Fairtrade products

In 2010, Fairtrade producer organizations from the global South sold products for a total of EUR 664.5 million. The four products that accounted for 87% of the sales value of all Fairtrade products were coffee, bananas, cocoa and flowers. In addition to funds from the sale of products, organizations that operate under the Fairtrade system received EUR 61.1 million in the Fairtrade bonus (on average, the farmer accounted for around EUR 50). This is an increase of 19% compared to the previous period. 80% of this amount went to cooperatives associating small producers.

According to the data provided by the producers, as much as 53% of the funds from the Fairtrade premium were allocated to improving the quality and efficiency of production.

As a result, they gain an economic advantage in an increasingly competitive market, which translates into increased independence. This tendency is especially visible in small cooperatives. As part of the Fairtrade system, since 2011, 25% of the Fairtrade premium is reserved for activities that improve the quality of the coffee grown. It is a model that can be extended to other Fairtrade products in the future.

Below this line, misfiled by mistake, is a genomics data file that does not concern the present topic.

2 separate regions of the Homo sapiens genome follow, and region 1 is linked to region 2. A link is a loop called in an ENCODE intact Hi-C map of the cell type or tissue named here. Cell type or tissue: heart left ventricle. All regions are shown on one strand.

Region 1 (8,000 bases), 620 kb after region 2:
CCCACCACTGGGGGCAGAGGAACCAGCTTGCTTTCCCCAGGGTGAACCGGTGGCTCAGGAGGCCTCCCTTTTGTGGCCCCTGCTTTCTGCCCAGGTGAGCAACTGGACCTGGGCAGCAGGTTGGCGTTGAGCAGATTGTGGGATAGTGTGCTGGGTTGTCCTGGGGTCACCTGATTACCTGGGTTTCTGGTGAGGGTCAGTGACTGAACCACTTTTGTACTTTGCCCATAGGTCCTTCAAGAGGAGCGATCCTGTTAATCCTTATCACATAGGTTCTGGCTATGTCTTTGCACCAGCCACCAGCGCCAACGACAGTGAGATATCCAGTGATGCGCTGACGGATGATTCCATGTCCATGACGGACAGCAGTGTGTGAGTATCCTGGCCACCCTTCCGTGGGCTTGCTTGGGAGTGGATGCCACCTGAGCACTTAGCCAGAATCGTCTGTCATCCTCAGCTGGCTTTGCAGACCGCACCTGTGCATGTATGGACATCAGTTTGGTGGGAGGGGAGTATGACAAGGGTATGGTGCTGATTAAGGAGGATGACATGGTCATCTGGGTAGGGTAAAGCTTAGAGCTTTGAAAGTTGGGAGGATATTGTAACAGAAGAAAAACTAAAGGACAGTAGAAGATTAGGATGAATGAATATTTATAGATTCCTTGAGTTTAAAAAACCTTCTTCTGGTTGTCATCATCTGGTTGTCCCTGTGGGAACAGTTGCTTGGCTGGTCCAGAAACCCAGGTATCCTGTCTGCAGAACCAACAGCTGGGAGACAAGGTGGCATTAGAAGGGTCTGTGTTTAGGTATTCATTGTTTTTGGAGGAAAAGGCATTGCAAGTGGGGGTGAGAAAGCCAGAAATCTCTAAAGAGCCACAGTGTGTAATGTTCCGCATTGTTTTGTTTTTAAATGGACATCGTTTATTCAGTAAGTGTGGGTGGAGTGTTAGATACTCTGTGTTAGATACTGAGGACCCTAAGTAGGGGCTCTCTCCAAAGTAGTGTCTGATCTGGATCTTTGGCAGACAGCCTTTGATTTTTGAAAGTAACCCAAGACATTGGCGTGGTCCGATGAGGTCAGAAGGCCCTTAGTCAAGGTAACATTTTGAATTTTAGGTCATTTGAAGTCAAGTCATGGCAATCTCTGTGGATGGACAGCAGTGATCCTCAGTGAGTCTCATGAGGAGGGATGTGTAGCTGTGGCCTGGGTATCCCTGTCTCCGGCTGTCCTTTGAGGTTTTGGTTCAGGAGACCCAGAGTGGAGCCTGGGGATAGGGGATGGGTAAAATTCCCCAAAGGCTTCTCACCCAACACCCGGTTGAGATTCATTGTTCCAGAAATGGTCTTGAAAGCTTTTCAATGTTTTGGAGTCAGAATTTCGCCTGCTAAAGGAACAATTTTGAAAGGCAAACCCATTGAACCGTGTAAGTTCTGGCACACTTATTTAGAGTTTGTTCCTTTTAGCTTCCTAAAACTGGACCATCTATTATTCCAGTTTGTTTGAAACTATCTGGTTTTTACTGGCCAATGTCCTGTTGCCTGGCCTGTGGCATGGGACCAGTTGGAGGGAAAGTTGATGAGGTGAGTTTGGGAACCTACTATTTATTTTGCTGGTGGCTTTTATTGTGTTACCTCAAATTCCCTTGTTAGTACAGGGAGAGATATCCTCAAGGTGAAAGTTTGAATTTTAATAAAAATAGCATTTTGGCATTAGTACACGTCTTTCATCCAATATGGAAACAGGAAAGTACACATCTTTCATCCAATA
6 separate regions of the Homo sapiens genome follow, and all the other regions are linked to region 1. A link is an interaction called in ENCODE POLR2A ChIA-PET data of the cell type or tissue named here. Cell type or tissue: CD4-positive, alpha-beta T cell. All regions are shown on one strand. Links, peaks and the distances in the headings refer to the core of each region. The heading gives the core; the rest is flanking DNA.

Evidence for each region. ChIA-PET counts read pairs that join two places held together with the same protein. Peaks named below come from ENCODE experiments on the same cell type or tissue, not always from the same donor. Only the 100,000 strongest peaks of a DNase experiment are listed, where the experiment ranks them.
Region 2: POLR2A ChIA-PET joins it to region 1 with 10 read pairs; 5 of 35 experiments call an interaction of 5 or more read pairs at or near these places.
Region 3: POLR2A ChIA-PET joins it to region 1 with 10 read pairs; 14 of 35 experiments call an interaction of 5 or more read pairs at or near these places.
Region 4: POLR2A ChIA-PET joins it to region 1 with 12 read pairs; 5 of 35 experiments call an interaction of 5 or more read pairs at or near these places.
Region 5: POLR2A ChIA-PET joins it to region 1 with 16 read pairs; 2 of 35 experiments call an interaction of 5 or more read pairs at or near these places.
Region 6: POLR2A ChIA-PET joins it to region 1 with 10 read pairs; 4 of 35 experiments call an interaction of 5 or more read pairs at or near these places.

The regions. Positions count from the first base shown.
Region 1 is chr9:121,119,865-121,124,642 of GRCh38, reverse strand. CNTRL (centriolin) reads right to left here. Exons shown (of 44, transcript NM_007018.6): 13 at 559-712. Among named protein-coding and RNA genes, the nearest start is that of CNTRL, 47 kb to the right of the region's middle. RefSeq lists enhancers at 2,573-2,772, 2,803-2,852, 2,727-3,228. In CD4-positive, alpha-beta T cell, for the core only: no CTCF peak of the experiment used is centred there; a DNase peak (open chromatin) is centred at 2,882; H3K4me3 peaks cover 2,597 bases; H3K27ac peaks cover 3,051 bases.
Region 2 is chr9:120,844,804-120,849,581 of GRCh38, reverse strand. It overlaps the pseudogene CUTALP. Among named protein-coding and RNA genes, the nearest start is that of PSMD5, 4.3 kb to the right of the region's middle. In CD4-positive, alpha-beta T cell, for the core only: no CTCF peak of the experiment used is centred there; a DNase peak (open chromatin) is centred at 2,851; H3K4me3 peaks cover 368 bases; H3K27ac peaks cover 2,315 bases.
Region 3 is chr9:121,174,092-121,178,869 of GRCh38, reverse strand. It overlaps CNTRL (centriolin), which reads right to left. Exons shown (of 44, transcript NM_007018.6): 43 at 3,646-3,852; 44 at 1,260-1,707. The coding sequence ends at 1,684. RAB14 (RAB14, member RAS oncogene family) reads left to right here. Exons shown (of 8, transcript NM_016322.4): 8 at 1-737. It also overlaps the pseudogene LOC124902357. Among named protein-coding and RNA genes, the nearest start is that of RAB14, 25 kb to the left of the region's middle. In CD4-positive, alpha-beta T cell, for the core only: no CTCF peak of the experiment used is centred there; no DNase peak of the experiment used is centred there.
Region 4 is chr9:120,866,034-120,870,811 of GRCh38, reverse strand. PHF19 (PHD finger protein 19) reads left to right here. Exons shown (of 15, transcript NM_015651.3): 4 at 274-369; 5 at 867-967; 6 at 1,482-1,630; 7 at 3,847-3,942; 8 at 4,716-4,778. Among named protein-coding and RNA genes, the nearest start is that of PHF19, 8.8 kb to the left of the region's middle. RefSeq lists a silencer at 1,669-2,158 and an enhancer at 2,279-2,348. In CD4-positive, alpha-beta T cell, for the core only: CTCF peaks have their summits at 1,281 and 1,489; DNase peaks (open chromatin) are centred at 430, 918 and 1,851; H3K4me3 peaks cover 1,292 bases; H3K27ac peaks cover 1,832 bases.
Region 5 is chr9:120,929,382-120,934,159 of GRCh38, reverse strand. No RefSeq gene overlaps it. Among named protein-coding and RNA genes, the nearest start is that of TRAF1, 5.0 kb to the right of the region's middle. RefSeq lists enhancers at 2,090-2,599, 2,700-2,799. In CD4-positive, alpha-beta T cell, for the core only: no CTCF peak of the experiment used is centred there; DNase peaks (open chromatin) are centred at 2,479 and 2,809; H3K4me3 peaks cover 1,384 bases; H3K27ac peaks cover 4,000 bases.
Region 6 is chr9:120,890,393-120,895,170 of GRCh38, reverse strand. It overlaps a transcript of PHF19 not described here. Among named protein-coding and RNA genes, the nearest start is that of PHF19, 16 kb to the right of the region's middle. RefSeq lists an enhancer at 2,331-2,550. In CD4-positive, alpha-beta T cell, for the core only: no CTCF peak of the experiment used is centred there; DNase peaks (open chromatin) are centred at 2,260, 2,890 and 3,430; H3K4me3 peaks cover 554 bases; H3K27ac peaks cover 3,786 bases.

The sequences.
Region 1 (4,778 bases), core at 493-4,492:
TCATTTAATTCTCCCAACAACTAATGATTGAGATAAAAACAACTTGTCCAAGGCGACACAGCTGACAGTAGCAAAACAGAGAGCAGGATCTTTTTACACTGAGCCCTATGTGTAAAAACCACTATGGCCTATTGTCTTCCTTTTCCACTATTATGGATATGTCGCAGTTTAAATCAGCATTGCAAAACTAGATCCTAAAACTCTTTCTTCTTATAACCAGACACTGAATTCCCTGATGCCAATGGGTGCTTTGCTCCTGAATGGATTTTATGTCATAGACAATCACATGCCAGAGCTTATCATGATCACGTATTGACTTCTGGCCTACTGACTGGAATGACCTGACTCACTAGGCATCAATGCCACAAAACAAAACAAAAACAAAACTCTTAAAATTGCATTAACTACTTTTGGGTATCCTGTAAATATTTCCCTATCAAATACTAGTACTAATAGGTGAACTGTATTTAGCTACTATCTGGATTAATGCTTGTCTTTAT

Other priorities when using the Fairtrade bonus:

  • investments that benefit the local community (sewage, electricity, etc.)
  • education of children, but also adults
  • training
  • environmental protection (ecological certification)
  • cash payout to cooperative members (especially in the case of rising living costs)
  • gender equality

It is also worth noting that 80% of all cooperatives operating under the Fairtrade system invest in other certificates, such as environmental certificates, to increase their competitiveness on the market.

In the case of salaried workers (for example working in banana plantations), the bonus is mainly used to directly support the workers. But this is not always the case. For example, the most important concern for banana producers in Colombia is productivity gains due to increased competition. For this reason, 1/3 of the Fairtrade Premium has been allocated to this goal. From these funds, among others, soil testing, modernization of the irrigation system and banana packaging. children’s work One of the priorities of the entire Fair Trade movement is to respond to cases of slave labor, including child labor.